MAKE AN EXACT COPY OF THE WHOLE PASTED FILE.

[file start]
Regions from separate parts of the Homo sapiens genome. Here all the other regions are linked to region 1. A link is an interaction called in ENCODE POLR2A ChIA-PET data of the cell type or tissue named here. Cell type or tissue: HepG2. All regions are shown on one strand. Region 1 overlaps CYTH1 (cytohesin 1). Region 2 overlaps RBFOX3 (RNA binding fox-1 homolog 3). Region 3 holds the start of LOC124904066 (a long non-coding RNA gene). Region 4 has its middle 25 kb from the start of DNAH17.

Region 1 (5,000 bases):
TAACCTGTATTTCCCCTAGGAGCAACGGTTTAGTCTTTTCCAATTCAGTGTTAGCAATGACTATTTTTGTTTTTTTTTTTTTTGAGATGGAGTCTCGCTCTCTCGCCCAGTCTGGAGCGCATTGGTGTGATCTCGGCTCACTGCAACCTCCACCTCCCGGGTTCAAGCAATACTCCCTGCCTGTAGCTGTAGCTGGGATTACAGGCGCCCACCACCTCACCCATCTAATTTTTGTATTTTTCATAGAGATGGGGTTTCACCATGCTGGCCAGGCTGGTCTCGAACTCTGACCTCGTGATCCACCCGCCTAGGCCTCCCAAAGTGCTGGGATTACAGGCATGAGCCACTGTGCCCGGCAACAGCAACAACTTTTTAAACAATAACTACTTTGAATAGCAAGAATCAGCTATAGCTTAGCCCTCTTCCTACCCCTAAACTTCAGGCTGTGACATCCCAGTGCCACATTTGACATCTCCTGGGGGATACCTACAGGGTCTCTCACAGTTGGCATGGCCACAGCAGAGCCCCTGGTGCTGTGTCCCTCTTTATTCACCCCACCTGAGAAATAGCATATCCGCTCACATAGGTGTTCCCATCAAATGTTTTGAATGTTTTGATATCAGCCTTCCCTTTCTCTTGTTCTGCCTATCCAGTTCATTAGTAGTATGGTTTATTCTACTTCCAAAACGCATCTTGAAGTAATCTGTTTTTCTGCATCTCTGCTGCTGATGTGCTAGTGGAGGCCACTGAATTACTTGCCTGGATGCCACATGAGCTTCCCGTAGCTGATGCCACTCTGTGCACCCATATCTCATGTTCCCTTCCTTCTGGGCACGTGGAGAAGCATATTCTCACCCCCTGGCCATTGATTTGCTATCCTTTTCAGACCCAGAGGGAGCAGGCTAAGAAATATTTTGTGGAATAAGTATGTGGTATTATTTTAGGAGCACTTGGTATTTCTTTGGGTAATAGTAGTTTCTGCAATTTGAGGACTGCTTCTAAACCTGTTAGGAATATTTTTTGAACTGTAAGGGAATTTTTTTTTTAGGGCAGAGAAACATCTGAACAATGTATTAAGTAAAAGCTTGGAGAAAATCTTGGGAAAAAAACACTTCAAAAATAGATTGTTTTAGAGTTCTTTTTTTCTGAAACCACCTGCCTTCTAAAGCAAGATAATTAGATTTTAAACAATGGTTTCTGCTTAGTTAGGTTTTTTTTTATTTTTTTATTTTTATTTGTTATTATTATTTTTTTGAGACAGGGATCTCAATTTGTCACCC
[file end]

Regions from separate parts of the Homo sapiens genome. Here all the other regions are linked to region 1. A link is an interaction called in ENCODE POLR2A ChIA-PET data of the cell type or tissue named here. Cell type or tissue: HepG2. All regions are shown on one strand. Region 1 overlaps CYTH1 (cytohesin 1). Region 2 overlaps RBFOX3 (RNA binding fox-1 homolog 3). Region 3 holds the start of LOC124904066 (a long non-coding RNA gene). Region 4 has its middle 25 kb from the start of DNAH17.

Region 1 (5,000 bases):
TAACCTGTATTTCCCCTAGGAGCAACGGTTTAGTCTTTTCCAATTCAGTGTTAGCAATGACTATTTTTGTTTTTTTTTTTTTTGAGATGGAGTCTCGCTCTCTCGCCCAGTCTGGAGCGCATTGGTGTGATCTCGGCTCACTGCAACCTCCACCTCCCGGGTTCAAGCAATACTCCCTGCCTGTAGCTGTAGCTGGGATTACAGGCGCCCACCACCTCACCCATCTAATTTTTGTATTTTTCATAGAGATGGGGTTTCACCATGCTGGCCAGGCTGGTCTCGAACTCTGACCTCGTGATCCACCCGCCTAGGCCTCCCAAAGTGCTGGGATTACAGGCATGAGCCACTGTGCCCGGCAACAGCAACAACTTTTTAAACAATAACTACTTTGAATAGCAAGAATCAGCTATAGCTTAGCCCTCTTCCTACCCCTAAACTTCAGGCTGTGACATCCCAGTGCCACATTTGACATCTCCTGGGGGATACCTACAGGGTCTCTCACAGTTGGCATGGCCACAGCAGAGCCCCTGGTGCTGTGTCCCTCTTTATTCACCCCACCTGAGAAATAGCATATCCGCTCACATAGGTGTTCCCATCAAATGTTTTGAATGTTTTGATATCAGCCTTCCCTTTCTCTTGTTCTGCCTATCCAGTTCATTAGTAGTATGGTTTATTCTACTTCCAAAACGCATCTTGAAGTAATCTGTTTTTCTGCATCTCTGCTGCTGATGTGCTAGTGGAGGCCACTGAATTACTTGCCTGGATGCCACATGAGCTTCCCGTAGCTGATGCCACTCTGTGCACCCATATCTCATGTTCCCTTCCTTCTGGGCACGTGGAGAAGCATATTCTCACCCCCTGGCCATTGATTTGCTATCCTTTTCAGACCCAGAGGGAGCAGGCTAAGAAATATTTTGTGGAATAAGTATGTGGTATTATTTTAGGAGCACTTGGTATTTCTTTGGGTAATAGTAGTTTCTGCAATTTGAGGACTGCTTCTAAACCTGTTAGGAATATTTTTTGAACTGTAAGGGAATTTTTTTTTTAGGGCAGAGAAACATCTGAACAATGTATTAAGTAAAAGCTTGGAGAAAATCTTGGGAAAAAAACACTTCAAAAATAGATTGTTTTAGAGTTCTTTTTTTCTGAAACCACCTGCCTTCTAAAGCAAGATAATTAGATTTTAAACAATGGTTTCTGCTTAGTTAGGTTTTTTTTTATTTTTTTATTTTTATTTGTTATTATTATTTTTTTGAGACAGGGATCTCAATTTGTCACCC